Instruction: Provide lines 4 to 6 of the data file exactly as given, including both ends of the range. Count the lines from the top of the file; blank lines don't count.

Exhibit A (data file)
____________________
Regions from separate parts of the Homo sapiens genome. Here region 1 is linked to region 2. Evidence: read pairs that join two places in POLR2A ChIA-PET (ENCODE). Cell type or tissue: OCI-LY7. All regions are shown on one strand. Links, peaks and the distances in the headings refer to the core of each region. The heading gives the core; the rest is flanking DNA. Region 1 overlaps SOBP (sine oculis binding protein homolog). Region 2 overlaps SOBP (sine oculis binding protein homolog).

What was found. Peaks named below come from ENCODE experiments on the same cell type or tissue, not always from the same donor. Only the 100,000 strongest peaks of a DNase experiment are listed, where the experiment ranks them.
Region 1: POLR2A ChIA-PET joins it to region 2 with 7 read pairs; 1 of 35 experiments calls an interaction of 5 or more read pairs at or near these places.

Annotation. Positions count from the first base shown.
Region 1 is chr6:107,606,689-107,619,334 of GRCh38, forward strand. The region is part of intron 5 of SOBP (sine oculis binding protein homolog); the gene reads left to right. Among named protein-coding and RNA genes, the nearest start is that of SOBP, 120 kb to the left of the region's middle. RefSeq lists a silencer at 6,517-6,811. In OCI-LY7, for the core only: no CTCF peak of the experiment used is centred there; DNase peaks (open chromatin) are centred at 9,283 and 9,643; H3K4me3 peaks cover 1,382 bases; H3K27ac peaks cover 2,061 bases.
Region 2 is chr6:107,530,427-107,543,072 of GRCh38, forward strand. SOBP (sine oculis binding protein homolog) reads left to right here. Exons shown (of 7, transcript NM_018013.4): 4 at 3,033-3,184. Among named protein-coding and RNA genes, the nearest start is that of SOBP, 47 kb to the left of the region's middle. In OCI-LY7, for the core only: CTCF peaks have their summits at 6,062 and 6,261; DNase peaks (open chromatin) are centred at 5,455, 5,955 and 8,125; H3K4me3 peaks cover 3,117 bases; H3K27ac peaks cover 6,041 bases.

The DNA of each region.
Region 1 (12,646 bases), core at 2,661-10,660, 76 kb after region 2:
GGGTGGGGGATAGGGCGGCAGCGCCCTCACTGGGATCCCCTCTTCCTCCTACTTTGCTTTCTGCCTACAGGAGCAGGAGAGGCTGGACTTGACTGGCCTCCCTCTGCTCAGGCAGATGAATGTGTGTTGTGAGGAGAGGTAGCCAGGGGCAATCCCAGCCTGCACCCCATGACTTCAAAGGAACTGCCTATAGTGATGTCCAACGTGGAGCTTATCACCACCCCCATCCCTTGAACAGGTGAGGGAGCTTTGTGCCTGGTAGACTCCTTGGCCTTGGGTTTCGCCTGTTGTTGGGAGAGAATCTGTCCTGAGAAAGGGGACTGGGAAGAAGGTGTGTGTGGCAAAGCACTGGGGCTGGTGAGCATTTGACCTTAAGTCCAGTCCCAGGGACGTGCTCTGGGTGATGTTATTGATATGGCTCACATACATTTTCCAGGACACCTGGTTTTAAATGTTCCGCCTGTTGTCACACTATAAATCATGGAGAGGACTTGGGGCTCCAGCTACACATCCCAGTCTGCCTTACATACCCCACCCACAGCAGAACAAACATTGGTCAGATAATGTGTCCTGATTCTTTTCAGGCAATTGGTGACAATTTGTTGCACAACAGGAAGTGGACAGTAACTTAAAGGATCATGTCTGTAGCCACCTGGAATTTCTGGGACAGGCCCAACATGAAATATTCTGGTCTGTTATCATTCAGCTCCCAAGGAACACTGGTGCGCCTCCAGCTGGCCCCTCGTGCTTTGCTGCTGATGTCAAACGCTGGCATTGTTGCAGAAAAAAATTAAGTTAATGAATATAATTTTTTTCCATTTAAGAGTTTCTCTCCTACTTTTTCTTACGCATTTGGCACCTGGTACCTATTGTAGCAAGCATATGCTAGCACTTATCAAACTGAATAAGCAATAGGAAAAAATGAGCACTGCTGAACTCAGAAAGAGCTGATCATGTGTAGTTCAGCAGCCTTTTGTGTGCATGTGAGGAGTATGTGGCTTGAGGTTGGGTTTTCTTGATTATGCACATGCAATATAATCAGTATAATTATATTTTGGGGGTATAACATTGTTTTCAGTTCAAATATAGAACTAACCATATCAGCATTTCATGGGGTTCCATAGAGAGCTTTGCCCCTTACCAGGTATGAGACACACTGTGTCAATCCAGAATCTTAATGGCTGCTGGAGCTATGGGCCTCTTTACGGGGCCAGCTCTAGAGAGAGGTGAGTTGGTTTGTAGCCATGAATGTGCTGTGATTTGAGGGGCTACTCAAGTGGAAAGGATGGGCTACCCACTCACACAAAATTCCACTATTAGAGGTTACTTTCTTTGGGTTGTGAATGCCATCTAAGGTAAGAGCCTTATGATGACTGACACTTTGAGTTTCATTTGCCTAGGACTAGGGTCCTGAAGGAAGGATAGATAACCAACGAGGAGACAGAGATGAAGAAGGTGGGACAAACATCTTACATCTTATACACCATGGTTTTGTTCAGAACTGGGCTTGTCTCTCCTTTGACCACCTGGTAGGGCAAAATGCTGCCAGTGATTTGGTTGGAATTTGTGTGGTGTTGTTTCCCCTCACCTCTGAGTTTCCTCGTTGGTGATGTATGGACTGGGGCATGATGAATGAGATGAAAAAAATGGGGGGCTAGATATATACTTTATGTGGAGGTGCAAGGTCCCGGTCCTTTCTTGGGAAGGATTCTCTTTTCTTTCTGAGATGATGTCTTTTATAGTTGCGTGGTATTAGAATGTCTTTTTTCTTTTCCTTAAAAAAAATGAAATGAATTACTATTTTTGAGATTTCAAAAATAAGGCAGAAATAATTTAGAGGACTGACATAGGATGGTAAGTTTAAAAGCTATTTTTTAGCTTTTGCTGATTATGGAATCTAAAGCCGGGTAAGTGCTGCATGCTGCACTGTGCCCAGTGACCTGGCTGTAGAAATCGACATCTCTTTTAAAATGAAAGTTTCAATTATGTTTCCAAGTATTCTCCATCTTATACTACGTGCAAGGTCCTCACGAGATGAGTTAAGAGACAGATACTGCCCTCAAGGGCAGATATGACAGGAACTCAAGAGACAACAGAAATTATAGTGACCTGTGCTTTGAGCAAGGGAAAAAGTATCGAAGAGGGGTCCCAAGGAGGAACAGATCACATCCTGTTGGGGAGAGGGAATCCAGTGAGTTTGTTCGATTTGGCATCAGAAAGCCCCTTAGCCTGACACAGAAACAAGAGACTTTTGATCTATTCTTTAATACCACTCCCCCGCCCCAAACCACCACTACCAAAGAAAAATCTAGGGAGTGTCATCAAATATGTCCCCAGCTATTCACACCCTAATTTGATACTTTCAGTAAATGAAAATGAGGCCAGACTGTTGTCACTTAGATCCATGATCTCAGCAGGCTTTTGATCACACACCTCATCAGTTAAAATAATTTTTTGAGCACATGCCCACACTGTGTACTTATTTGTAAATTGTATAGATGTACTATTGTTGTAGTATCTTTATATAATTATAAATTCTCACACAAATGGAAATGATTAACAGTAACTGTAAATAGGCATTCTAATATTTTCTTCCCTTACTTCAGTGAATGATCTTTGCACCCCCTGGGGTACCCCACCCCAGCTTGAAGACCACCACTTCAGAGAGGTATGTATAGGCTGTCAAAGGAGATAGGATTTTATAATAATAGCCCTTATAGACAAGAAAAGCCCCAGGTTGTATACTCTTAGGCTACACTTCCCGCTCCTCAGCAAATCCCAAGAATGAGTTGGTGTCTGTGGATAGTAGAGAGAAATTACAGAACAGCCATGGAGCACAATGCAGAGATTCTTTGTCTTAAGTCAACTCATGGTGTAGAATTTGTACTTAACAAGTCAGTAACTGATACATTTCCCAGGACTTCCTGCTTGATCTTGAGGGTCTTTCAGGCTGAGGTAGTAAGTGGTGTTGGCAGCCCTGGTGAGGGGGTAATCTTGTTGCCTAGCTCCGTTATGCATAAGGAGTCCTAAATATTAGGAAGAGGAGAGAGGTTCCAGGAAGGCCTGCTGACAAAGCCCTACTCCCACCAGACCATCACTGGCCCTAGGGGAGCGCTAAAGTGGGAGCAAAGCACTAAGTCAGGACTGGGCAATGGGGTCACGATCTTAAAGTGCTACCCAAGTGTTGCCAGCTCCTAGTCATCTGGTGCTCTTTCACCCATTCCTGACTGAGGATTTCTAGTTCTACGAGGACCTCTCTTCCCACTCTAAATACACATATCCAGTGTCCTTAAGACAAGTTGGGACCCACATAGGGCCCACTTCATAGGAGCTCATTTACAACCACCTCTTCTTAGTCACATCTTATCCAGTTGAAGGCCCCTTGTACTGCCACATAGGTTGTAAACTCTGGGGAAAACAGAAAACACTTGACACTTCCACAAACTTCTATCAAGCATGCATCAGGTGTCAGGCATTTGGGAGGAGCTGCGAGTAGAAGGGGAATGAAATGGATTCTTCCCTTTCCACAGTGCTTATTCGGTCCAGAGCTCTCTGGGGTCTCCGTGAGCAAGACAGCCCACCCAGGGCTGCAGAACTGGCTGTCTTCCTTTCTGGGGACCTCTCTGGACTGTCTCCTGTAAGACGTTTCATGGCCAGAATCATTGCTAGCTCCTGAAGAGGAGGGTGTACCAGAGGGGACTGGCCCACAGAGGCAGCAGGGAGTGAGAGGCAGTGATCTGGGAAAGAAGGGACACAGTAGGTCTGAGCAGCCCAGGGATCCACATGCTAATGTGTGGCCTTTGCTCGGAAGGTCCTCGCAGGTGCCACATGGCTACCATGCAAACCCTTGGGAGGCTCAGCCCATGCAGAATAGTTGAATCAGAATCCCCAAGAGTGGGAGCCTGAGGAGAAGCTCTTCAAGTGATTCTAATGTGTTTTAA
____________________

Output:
Annotation. Positions count from the first base shown.
Region 1 is chr6:107,606,689-107,619,334 of GRCh38, forward strand. The region is part of intron 5 of SOBP (sine oculis binding protein homolog); the gene reads left to right. Among named protein-coding and RNA genes, the nearest start is that of SOBP, 120 kb to the left of the region's middle. RefSeq lists a silencer at 6,517-6,811. In OCI-LY7, for the core only: no CTCF peak of the experiment used is centred there; DNase peaks (open chromatin) are centred at 9,283 and 9,643; H3K4me3 peaks cover 1,382 bases; H3K27ac peaks cover 2,061 bases.
Region 2 is chr6:107,530,427-107,543,072 of GRCh38, forward strand. SOBP (sine oculis binding protein homolog) reads left to right here. Exons shown (of 7, transcript NM_018013.4): 4 at 3,033-3,184. Among named protein-coding and RNA genes, the nearest start is that of SOBP, 47 kb to the left of the region's middle. In OCI-LY7, for the core only: CTCF peaks have their summits at 6,062 and 6,261; DNase peaks (open chromatin) are centred at 5,455, 5,955 and 8,125; H3K4me3 peaks cover 3,117 bases; H3K27ac peaks cover 6,041 bases.